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Advertising, Part 1: Packaging Audiences and Marketing Investing

April 2002 Marketing

A business school professor enters the classroom on the first day and asks the class: “What is NBC in the business of doing?” Fresh young MBA students respond readily. They are anxious to show their enthusiasm to the professor in the belief that grades will determine their career fate and that the professor is holds the power over A’s and C’s. NBC is in the entertainment business, the broadcasting business, the sitcom business, and a host of other ideas come from the mouths of babes. After an appropriate delay, the professor responds with irrefutable conviction: “No, NBC is in the business of packaging audiences for Advertisers.” The professor’s response is fundamentally true.

The media can be broadly defined to include, but not limited to: general and industry specific news web sites; newsletters and newspapers; popular and trade magazines; broadcast radio and TV; billboards; conference organizers. Each of the media outlets are in the business of packaging audiences for sale to advertisers. For businesses, our problem is to select which set of media outlets most efficiently communicates our marketing message to our target audience.

Some businesses reject using the media. They reply that advertising isn’t effective or that it doesn’t make sense to pay for TV spots on Superbowl Sunday. While I won’t advocate advertising during the Superbowl, I also don’t support throwing the baby out with the bath water. Including some advertising in the marketing mix is often appropriate.

The problem with suggesting that small businesses advertise is that advertising is an investment activity difficult to sustain for cash flow limited firms. While it is possible that a consumer will see an advertisement and then contact the firm to make a purchase, it is highly unlikely. Advertising is an activity conducted to increase brand awareness and familiarity. It requires a long term investment strategy, where pay-back at the time of the advertisement run rarely comes or comes only for very specific markets. The payback on advertising generally comes when the advertising is supplemented by a second purchasing stimulus activity, such as a direct sales call.

New ventures often desire to forgo marketing investment decisions initially. While they are willing to make an investment in team selection, training, product development, and infrastructure creation, new ventures often want immediate gratification when they go to the marketing and sales department. This is much to their detriment.

Brand awareness and familiarity grease the path for future sales calls, stimulate interest, and deflect vendor qualification questions. For instance, when a salesperson calls a manager that had seen an advertisement for the firm in Crane’s Chicago Business, TMR, or Lightwave, that manager is less likely to ask “Who are you again?” and more likely to reply “Yes, I have heard of you guys, now what do you do?” This second question opens the door for conversation and firm-customer relationship building.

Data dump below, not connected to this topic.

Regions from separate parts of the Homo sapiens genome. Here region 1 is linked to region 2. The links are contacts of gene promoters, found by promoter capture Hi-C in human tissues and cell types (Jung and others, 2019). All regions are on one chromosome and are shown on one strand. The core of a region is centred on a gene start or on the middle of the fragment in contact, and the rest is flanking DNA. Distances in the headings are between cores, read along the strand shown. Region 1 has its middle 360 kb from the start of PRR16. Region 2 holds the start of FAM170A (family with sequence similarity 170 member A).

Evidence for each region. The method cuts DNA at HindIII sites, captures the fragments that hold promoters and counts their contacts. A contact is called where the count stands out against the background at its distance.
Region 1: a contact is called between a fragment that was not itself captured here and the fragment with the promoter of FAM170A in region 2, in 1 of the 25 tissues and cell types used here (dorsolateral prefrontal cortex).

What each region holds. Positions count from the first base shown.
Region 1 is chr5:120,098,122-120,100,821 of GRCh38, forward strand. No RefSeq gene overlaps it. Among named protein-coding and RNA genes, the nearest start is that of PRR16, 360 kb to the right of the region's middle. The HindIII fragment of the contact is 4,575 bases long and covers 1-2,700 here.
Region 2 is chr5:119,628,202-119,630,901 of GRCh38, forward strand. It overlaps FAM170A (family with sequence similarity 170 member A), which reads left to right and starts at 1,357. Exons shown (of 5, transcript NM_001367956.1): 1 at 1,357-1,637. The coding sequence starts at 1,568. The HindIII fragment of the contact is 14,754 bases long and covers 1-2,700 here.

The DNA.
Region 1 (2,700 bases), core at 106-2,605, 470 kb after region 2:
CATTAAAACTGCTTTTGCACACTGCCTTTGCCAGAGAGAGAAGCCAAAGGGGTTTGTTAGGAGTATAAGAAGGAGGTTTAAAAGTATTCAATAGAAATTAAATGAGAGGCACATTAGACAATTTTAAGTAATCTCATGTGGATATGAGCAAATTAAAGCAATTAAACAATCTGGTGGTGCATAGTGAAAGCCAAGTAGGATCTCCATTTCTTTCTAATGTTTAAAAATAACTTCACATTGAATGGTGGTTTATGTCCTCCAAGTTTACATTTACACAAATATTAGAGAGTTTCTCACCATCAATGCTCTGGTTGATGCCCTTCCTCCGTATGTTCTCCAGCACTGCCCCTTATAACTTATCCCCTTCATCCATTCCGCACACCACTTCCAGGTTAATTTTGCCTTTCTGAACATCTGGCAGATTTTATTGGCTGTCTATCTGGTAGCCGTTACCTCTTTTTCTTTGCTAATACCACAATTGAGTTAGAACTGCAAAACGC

While avoiding advertising and marketing investment may improve short term cash flow, it will also come with dampened long-term profits. Without increasing the brand awareness efficiently, the direct sales force and the rest of the marketing mix will have to carry this burden on their own. This will often mean that some sales & marketing dollars intended to transact business are instead spent on telling your market that you exist.

Economically, the argument is as follows. Suppose that your direct sales force expects to make $90 to $120 K/yr, or equivalently, each hour of work from them is worth $45 to $60. If they can make 20 cold calls per hour with an average long distance charge of $0.50, each phone call is costing the firm $2.75 to $3.50. If a media source can advertise the company name to 30,000 people for $5000, and the audience relevance is at 20%, then reaching them through advertising costs $0.83 per interaction. Clearly, for this example, raising awareness through advertising is more cost efficient than raising awareness through cold calling. (Readers should select their own numbers in creating their economic argument for or against advertising. The above numbers were only intended to provide a model for valuing advertising.)

Although advertising won’t remove the need for cold calling, it will make cold calls warm. Perhaps the best way to think about advertising is that it adds a customer-firm touch point, thus increasing the strength of the customer-firm relationship. As to the media, their function is to package audiences for sale to businesses. Businesses should use this marketing vehicle as cost efficiency arguments indicate.

The May Report, TECH BUSINESS BRIEFS, April 24, 2002



About the author

Tim J. Smith, PhD is the Managing Principal of Wiglaf Pricing, and an Adjunct Professor at DePaul University of Marketing and Economics. His most recent book is Pricing Strategy: Setting Price Levels, Managing Price Discounts, & Establishing Price Structures.

Tim J. Smith, PhD
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